Rob Rees worked in the Africa team at CAFOD for 27 years. He recently shared his experiences of first learning the impact of HIV and AIDS in the communities where he worked at CAFOD’s ‘Marking 30 years of responding to HIV and AIDS’ event.
In 1986 reports came from Uganda of what was described as ‘slim disease’. The disease was causing weight loss and patients were not responding to any medication. I was due to travel around that time and was asked to add a few days on to my trip to go to Uganda and visit some of our partners and listen to the problems they were facing.
I arrived at Nsambya hospital in Kampala, one of two Catholic hospitals in the city and went into listening mode. It took me only ten minutes of listening to Dr Miriam Duggan, the Medical Director, to realise that, despite the huge range of challenges they were facing due to the economic and political situation of the country, they were being overwhelmed by the then emerging problem of HIV and AIDS.
People were coming in with different illnesses but because they were HIV positive, those illnesses were not responding to medication. They were staying in hospital for much longer than they would have done otherwise, occupying beds and using up other resources which the hospital was not able to afford. Bed occupancy was around 200% and they were running out of supplies.
CAFOD’s first response to HIV
Soon the story was out. HIV was leaving villages devastated and empty. Children were left without parents or guardians. Nobody knew what to do with them. I asked Dr Duggan, “What can CAFOD do?” She said: “Anything! We need syringes, protective clothes, gloves, steriliser…” And so our response began. We started sending these commodities out from the UK as nothing was available in Uganda. Staying in touch with our partners to monitor their changing needs was difficult at this time, long before the internet and e-mails. Faxes were a luxury and international phone calls had to be pre-booked via the operator.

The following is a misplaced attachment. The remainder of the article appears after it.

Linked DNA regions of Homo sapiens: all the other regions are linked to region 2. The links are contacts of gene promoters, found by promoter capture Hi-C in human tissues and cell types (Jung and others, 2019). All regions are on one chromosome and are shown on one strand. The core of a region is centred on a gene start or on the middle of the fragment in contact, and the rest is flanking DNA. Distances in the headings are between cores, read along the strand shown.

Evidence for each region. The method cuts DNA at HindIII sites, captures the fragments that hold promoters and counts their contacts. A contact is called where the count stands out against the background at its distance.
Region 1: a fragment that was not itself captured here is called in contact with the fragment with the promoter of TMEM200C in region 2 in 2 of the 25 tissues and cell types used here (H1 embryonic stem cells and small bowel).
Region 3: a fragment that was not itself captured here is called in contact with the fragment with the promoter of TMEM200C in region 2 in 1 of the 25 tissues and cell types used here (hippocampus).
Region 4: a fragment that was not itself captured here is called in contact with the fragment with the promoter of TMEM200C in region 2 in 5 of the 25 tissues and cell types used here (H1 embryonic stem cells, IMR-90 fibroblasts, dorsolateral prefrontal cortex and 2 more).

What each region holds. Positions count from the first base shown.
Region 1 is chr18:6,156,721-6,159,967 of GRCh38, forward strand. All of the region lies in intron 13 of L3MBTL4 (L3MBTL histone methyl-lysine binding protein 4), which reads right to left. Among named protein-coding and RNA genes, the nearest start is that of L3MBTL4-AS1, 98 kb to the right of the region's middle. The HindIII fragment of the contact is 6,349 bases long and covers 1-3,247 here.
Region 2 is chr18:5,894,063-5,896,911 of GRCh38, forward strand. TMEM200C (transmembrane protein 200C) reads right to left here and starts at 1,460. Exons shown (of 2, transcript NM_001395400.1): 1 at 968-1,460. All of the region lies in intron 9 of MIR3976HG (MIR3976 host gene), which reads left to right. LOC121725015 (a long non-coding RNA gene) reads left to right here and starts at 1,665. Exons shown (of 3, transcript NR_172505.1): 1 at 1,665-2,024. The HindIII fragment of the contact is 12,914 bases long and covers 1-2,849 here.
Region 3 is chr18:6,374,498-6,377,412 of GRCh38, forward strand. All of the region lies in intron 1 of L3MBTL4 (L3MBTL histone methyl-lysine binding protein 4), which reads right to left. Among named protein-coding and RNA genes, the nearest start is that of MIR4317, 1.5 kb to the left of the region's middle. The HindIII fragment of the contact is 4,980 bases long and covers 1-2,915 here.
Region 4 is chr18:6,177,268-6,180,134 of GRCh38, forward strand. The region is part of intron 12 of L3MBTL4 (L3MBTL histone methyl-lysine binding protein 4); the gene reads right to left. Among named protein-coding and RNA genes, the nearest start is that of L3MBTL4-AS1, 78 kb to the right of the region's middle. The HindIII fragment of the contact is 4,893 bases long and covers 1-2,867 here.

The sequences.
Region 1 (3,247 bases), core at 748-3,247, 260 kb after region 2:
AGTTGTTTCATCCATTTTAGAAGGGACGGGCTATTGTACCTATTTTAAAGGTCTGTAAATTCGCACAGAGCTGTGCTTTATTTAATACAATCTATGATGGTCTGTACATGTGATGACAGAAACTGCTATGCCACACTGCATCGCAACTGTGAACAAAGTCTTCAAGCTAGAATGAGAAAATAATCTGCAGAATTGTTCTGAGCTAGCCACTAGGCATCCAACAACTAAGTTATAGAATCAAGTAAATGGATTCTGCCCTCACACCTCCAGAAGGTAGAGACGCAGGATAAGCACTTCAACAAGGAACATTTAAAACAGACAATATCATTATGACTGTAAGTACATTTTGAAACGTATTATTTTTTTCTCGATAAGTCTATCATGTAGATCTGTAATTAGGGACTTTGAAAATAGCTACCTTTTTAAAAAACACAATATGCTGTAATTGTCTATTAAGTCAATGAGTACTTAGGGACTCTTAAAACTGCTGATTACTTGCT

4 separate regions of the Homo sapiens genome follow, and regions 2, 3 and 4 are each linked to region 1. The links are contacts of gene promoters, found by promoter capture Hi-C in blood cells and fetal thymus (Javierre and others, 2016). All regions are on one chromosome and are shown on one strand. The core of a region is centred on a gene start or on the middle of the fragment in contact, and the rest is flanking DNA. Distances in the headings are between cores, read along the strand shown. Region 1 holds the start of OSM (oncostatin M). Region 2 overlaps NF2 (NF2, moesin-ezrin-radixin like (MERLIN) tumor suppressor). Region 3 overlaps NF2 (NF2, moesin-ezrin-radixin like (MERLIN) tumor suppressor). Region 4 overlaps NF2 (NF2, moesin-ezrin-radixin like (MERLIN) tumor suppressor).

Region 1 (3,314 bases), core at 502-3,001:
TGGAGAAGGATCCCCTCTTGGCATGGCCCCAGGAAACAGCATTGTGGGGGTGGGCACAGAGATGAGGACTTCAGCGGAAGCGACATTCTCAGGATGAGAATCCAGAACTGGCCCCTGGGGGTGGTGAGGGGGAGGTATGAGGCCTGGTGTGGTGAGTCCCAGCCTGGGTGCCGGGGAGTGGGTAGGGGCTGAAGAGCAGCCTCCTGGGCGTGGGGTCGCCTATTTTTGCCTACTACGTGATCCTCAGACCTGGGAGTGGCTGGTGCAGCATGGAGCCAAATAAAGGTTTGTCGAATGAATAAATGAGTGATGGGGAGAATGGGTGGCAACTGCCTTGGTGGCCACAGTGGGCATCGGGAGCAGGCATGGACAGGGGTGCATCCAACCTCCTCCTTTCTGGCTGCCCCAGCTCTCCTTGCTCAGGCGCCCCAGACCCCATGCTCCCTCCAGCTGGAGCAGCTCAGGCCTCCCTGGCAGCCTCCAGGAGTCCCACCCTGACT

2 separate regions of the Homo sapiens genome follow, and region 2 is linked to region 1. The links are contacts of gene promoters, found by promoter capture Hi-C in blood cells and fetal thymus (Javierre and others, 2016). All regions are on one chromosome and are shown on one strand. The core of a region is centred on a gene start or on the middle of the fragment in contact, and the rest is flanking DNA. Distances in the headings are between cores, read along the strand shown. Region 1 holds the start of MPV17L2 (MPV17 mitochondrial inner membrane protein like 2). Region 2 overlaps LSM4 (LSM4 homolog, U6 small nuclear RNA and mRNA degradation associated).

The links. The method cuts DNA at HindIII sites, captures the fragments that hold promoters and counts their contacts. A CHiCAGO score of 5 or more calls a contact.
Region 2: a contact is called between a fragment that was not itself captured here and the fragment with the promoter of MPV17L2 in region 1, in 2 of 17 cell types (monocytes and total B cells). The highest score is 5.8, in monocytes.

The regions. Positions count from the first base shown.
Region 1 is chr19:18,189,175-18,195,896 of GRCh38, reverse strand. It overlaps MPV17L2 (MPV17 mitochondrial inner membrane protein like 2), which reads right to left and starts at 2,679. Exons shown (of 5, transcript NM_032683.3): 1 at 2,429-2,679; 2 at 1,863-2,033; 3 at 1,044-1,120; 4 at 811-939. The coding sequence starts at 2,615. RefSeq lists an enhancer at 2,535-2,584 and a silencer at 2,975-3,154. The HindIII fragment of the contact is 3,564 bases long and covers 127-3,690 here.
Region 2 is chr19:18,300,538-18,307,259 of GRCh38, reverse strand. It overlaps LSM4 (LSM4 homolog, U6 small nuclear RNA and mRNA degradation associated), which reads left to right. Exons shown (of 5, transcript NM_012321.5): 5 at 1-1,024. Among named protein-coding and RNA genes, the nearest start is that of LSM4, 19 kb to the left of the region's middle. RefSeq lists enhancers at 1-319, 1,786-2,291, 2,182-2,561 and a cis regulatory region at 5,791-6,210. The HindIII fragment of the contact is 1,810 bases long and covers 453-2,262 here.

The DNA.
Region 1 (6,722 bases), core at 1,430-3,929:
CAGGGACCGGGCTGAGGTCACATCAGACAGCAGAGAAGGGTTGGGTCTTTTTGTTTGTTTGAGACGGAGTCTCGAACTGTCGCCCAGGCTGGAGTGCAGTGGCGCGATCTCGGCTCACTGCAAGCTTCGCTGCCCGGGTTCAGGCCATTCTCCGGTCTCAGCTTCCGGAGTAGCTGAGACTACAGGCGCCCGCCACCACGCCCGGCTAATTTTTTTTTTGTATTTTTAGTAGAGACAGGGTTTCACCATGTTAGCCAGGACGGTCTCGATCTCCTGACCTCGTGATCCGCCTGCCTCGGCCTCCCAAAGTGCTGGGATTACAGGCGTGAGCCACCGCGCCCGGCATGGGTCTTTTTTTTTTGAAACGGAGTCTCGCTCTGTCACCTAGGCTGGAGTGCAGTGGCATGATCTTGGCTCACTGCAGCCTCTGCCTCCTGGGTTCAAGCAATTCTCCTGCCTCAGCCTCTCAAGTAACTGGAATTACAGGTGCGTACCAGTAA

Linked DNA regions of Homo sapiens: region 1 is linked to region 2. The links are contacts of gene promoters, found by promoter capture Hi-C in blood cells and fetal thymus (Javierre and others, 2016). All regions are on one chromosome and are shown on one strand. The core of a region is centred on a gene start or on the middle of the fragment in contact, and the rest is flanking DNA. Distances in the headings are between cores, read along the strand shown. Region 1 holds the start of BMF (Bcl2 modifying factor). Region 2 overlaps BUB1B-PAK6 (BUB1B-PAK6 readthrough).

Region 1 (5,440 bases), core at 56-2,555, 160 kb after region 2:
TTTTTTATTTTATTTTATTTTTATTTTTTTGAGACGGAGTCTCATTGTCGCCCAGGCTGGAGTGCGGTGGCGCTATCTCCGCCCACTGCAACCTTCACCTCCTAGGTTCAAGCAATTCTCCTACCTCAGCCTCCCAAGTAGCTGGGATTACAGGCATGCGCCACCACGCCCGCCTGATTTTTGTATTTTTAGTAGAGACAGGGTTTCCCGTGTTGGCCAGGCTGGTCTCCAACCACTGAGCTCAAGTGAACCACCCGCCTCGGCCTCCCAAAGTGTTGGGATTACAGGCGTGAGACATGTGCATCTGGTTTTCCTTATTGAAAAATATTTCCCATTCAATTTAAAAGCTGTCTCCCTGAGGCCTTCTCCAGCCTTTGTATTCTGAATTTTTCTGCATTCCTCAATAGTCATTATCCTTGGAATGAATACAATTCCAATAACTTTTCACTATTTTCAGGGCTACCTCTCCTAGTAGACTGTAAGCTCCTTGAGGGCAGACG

Watch our video explaining some of the root causes of HIV today:
My next visit to Uganda was in March 1987. I visited Kitovu Hospital in Masaka – which was founded and run by an Irish Catholic congregation, the Medical Misionaries of Mary – and found exactly the same conditions. The hospital was being overwhelmed with patients whose immune system had been compromised and were creating huge demands on the limited resources. We provided funds for laboratory testing and other equipment. So our partnership began. And it has lasted many, many years.
Often, the staff could do no more than provide palliative care – just being with the patients, giving them comfort and making it as easy as possible for them in their last days. I remember travelling with their home care team to some remote villages where there was nothing apart from the banana plants that surrounded them. I ended up in tears as I looked though the list of patients they were visiting that day – none of them had been on their books for more than six months, as that was the maximum life expectancy at that time.
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CAFOD needed a strong response to HIV
Over the following months, I visited other countries in central and southern Africa and the situation was similar. More and more partners were getting involved and responding and few other funding agencies had developed any kind of response to the emerging pandemic. We were receiving many requests for all forms of help – provision of hospital supplies, support for education and awareness raising programmes and simply the provision of information. It was obvious that this would be an issue that had an impact on much of the other work that CAFOD was supporting around the world and so it was equally obvious that we should develop a clear and strong strategy in response.
It’s important to remember what the world was like in 1986. It was very much more reserved. There was no public discussion of sexuality and sexual behaviour, and HIV is an issue that affects the most intimate and personal aspects of human behaviour. So it was a big challenge for CAFOD to take the risk of assuming the role of the driving force for the HIV response within the whole Caritas family.
The cutting-edge work that our partners did, with our support, pioneering community care for people affected by HIV and AIDS and education, to reduce stigmatisation, is work that CAFOD should feel enormously proud of. How proud I am to have been part of that programme.
Take a look our poster explaining how CAFOD’s response to HIV has evolved since these early days. Significant progress has been made but HIV and AIDS are far from over.